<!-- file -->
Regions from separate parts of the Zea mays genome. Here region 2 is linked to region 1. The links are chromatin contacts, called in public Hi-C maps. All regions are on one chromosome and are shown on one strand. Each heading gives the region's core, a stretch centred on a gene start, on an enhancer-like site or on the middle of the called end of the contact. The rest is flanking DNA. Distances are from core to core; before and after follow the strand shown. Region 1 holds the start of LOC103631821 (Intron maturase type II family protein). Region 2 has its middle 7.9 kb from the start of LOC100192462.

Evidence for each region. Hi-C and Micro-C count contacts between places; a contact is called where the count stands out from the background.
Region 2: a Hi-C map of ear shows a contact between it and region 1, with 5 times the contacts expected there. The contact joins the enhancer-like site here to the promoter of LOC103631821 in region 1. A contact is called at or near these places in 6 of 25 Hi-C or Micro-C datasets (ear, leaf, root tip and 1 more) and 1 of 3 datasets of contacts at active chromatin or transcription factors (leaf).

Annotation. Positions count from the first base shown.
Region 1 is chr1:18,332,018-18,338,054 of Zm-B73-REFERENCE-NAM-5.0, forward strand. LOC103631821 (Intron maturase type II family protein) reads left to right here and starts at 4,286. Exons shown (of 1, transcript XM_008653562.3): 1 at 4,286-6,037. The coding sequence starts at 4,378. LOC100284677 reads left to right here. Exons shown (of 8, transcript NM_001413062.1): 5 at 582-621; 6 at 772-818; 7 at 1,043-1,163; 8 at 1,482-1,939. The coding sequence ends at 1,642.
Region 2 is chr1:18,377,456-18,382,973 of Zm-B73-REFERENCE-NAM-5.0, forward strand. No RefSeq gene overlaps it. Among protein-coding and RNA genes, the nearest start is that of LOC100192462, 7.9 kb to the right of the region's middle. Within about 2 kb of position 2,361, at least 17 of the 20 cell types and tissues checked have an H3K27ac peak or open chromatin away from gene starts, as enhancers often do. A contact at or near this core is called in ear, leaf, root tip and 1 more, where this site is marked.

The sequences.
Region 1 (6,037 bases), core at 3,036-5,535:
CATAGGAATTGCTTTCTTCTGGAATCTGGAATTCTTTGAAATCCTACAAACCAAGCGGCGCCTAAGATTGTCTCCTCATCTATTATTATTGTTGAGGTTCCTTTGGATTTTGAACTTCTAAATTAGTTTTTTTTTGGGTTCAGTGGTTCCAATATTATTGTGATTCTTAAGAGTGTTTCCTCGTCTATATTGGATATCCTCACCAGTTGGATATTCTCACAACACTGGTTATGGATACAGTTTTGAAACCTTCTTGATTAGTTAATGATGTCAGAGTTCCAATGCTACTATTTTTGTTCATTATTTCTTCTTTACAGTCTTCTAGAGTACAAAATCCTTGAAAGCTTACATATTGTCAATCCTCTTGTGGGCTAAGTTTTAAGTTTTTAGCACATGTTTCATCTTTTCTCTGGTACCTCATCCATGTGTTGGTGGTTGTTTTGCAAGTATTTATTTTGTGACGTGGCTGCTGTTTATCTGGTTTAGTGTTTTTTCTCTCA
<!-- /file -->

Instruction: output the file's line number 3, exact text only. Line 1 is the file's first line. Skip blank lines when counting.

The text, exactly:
Region 2: a Hi-C map of ear shows a contact between it and region 1, with 5 times the contacts expected there. The contact joins the enhancer-like site here to the promoter of LOC103631821 in region 1. A contact is called at or near these places in 6 of 25 Hi-C or Micro-C datasets (ear, leaf, root tip and 1 more) and 1 of 3 datasets of contacts at active chromatin or transcription factors (leaf).